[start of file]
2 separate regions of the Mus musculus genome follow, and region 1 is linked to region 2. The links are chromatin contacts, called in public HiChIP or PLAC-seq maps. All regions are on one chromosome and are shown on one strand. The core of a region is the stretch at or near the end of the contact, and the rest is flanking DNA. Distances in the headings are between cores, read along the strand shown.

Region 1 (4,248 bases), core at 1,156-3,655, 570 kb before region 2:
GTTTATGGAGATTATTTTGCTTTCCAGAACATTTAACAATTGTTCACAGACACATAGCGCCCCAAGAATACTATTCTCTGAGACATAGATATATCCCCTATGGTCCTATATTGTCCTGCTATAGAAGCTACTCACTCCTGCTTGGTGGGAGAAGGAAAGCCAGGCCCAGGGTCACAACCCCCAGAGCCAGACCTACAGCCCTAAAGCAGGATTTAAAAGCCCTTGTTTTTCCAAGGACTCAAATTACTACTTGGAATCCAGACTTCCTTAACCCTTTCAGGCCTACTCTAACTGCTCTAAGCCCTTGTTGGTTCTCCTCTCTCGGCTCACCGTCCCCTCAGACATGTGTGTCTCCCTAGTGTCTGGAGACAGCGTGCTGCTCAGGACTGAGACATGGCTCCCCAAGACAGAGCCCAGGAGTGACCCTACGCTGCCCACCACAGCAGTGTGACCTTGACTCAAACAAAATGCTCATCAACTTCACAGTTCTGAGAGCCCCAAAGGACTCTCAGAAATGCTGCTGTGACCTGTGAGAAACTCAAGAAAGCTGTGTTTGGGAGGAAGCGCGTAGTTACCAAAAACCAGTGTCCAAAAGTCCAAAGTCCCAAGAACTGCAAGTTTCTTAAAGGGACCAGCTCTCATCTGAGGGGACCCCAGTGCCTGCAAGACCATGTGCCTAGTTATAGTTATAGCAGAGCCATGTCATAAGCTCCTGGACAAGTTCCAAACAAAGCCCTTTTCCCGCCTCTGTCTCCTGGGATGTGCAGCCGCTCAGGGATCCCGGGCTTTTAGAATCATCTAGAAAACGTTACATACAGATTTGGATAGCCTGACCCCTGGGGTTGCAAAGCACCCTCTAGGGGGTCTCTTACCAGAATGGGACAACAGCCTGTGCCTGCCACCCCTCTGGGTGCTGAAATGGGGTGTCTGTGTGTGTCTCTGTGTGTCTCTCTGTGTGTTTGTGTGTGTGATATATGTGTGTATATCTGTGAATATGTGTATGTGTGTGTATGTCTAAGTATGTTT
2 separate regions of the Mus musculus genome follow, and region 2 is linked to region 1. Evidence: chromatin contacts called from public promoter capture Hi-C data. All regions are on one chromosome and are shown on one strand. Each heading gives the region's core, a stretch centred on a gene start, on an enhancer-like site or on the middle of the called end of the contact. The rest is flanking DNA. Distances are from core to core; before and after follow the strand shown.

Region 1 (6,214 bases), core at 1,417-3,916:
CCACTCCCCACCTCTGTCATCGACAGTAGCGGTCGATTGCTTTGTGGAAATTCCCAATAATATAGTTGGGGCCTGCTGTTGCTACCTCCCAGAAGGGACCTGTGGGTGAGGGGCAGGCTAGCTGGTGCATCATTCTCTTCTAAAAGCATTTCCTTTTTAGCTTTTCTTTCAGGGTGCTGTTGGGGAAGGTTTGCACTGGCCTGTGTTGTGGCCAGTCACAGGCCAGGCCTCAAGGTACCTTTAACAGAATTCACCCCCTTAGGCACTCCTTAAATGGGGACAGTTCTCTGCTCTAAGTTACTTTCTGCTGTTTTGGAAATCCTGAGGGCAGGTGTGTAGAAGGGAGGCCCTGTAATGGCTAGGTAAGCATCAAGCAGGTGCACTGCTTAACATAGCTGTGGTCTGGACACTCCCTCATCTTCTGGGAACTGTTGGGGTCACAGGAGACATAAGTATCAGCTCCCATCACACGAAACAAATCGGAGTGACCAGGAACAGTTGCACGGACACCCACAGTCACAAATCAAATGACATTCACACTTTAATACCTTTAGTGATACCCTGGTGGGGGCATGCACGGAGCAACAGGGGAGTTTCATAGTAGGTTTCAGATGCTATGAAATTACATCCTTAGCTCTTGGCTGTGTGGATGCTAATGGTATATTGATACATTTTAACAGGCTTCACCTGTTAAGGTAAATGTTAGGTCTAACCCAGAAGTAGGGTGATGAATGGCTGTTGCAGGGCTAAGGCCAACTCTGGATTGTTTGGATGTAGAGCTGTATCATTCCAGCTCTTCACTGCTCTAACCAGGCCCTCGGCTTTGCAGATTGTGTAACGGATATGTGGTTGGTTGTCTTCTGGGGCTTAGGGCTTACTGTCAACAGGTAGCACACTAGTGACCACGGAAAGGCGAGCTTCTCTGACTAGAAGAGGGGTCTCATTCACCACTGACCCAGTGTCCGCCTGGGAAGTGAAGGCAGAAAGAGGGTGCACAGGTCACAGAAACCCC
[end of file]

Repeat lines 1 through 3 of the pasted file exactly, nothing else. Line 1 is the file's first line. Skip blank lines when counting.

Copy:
2 separate regions of the Mus musculus genome follow, and region 1 is linked to region 2. The links are chromatin contacts, called in public HiChIP or PLAC-seq maps. All regions are on one chromosome and are shown on one strand. The core of a region is the stretch at or near the end of the contact, and the rest is flanking DNA. Distances in the headings are between cores, read along the strand shown.

Region 1 (4,248 bases), core at 1,156-3,655, 570 kb before region 2:
GTTTATGGAGATTATTTTGCTTTCCAGAACATTTAACAATTGTTCACAGACACATAGCGCCCCAAGAATACTATTCTCTGAGACATAGATATATCCCCTATGGTCCTATATTGTCCTGCTATAGAAGCTACTCACTCCTGCTTGGTGGGAGAAGGAAAGCCAGGCCCAGGGTCACAACCCCCAGAGCCAGACCTACAGCCCTAAAGCAGGATTTAAAAGCCCTTGTTTTTCCAAGGACTCAAATTACTACTTGGAATCCAGACTTCCTTAACCCTTTCAGGCCTACTCTAACTGCTCTAAGCCCTTGTTGGTTCTCCTCTCTCGGCTCACCGTCCCCTCAGACATGTGTGTCTCCCTAGTGTCTGGAGACAGCGTGCTGCTCAGGACTGAGACATGGCTCCCCAAGACAGAGCCCAGGAGTGACCCTACGCTGCCCACCACAGCAGTGTGACCTTGACTCAAACAAAATGCTCATCAACTTCACAGTTCTGAGAGCCCCAAAGGACTCTCAGAAATGCTGCTGTGACCTGTGAGAAACTCAAGAAAGCTGTGTTTGGGAGGAAGCGCGTAGTTACCAAAAACCAGTGTCCAAAAGTCCAAAGTCCCAAGAACTGCAAGTTTCTTAAAGGGACCAGCTCTCATCTGAGGGGACCCCAGTGCCTGCAAGACCATGTGCCTAGTTATAGTTATAGCAGAGCCATGTCATAAGCTCCTGGACAAGTTCCAAACAAAGCCCTTTTCCCGCCTCTGTCTCCTGGGATGTGCAGCCGCTCAGGGATCCCGGGCTTTTAGAATCATCTAGAAAACGTTACATACAGATTTGGATAGCCTGACCCCTGGGGTTGCAAAGCACCCTCTAGGGGGTCTCTTACCAGAATGGGACAACAGCCTGTGCCTGCCACCCCTCTGGGTGCTGAAATGGGGTGTCTGTGTGTGTCTCTGTGTGTCTCTCTGTGTGTTTGTGTGTGTGATATATGTGTGTATATCTGTGAATATGTGTATGTGTGTGTATGTCTAAGTATGTTT